Did Pope Francis know what he was getting into when he spoke from his heart and from the heart of Roman Catholic doctrine? At the very least, if the pontiff didn’t know who Rush Limbaugh was before, he sure does now.
In his recent apostolic exhortation “The Joy of the Gospel,” Pope Francis wrote, “Some people continue to defend trickle-down theories which assume that economic growth, encouraged by a free market, will inevitably succeed in bringing about greater justice and inclusiveness in the world. This opinion, which has never been confirmed by the facts, expresses a crude and naive trust in the goodness of those wielding economic power and in the sacralized workings of the prevailing economic system.” Meanwhile, he added, “the excluded are still waiting.”
It was enough to set off Limbaugh, who on his show called “Evangelii Gaudium,” the papal statement, “pure Marxism.” Before this latest flap, Sarah Palin had made, then backed away from remarks that she was taken aback by some of the pope’s earlier “liberal” words. You would have thought they had never listened to similar support of social and economic justice from his immediate predecessors, John Paul II and Benedict XVI, words that charged the faithful, as Pope Francis wrote, “to touch human misery, to touch the suffering flesh of others.”
But the emphasis Pope Francis places on these issues, backed up by his modest personal style — modest by pope standards — has startled those who believed Catholicism begins and ends with opposition to abortion. The religion is big enough to accommodate many approaches and emotions. Pope Francis’ defense of unborn children is still as strong; it also includes his belief that “we have done little to adequately accompany women in very difficult situations, where abortion appears as a quick solution to their profound anguish, especially when the life developing within them is the result of rape or a situation of extreme poverty.”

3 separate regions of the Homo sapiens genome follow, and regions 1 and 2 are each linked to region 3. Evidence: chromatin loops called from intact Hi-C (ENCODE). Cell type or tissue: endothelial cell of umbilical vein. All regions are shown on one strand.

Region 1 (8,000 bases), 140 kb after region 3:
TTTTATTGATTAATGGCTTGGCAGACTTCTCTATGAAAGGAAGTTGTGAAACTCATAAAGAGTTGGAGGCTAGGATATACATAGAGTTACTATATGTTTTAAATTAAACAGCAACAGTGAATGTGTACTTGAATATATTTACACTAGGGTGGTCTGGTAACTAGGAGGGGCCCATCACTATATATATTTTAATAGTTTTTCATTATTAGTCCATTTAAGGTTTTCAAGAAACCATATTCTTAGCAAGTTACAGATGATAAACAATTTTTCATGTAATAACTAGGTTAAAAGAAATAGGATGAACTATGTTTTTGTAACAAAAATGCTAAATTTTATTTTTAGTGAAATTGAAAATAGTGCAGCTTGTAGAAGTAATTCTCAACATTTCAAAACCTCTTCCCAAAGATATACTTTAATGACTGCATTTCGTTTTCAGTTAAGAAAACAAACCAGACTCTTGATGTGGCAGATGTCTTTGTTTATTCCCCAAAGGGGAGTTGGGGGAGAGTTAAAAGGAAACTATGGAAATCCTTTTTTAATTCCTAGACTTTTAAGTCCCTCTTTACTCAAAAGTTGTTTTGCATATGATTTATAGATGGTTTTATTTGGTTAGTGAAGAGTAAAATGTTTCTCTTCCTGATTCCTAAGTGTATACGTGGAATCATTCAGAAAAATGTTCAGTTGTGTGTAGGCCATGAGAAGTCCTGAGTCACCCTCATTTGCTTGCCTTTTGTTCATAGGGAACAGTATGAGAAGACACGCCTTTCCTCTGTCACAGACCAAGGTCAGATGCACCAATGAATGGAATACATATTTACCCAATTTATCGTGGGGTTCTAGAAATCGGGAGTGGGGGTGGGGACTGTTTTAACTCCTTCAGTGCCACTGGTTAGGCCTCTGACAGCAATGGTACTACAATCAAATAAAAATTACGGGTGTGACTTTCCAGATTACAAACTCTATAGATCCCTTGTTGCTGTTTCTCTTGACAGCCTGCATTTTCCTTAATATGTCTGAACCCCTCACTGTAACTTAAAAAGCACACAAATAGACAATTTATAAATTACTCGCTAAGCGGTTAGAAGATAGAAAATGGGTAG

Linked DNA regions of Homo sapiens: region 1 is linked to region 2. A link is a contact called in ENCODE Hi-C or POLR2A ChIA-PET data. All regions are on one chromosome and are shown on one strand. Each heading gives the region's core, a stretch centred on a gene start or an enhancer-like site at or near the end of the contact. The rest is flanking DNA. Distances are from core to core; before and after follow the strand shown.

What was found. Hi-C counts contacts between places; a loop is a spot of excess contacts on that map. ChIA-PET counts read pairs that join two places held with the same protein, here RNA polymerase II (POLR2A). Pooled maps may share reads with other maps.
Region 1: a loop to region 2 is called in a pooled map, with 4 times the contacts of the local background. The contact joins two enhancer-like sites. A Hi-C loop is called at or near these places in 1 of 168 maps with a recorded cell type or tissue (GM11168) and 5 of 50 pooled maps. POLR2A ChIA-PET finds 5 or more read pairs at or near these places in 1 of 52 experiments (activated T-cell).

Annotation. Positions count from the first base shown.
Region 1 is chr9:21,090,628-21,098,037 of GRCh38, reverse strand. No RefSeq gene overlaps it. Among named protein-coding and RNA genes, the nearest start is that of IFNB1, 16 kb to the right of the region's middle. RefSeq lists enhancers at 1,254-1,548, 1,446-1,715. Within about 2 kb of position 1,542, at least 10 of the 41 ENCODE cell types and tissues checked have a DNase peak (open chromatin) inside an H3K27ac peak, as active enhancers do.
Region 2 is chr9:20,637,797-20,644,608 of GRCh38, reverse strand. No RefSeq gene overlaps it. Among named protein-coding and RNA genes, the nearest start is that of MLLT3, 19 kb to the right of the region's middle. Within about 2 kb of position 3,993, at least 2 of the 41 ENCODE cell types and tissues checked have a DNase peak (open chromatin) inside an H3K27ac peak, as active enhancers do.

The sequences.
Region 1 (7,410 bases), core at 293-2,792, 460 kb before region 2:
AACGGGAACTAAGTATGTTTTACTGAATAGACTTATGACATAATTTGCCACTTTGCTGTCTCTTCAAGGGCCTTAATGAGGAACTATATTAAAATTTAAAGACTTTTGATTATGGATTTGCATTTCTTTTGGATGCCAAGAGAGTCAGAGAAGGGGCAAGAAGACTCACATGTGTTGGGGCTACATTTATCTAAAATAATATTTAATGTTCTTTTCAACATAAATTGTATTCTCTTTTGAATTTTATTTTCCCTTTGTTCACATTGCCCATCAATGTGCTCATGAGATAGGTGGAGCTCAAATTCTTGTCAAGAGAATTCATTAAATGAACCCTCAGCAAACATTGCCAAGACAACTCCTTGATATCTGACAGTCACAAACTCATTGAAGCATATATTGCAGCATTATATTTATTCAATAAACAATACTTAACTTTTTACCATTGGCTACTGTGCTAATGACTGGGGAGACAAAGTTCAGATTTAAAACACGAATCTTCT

The impulse to boil everything down to a liberal vs. conservative, for-or-against sound bite is ill suited to theological discourse. Sometimes the pope sounds more like Catholic politician U.S. Rep. Paul Ryan (R-Wis.), except when Ryan is in his fiscal conservative, Ayn Rand-admiring mode. Other times, he’s more Barack Obama, except when the president is affirming abortion rights.
Pope Francis and the teachings of the Catholic Church resist partisan battles, even as they become mired in them.
President Obama got the chance to sound more pope-like on Wednesday in his remarks on income inequality. He acknowledged the public’s frustration over a Republican-led government shutdown and his administration’s poor implementation of the Affordable Care Act. He then made his own case that “a dangerous and growing inequality and lack of upward mobility” has jeopardized middle-class America’s basic bargain “that if you work hard, you have a chance to get ahead.”
Perhaps church leaders should not be held above the fray, though it’s a bit unseemly when they become just another subject of a radio rant. While the pope may not be calling into an AM-talk fest to tell his side, he is wary of the danger of simplistic praise or condemnation of what he and all religions stand for.
“Intellectuals and serious journalists frequently descend to crude and superficial generalizations in speaking of the shortcomings of religion, and often prove incapable of realizing that not all believers – or religious leaders – are the same. Some politicians take advantage of this confusion to justify acts of discrimination. At other times, contempt is shown for writings which reflect religious convictions, overlooking the fact that religious classics can prove meaningful in every age; they have an enduring power to open new horizons, to stimulate thought, to expand the mind and the heart.”
So critics should first take in his words and consider them. The message will endure long after accusations of who is and is not selling Marxism.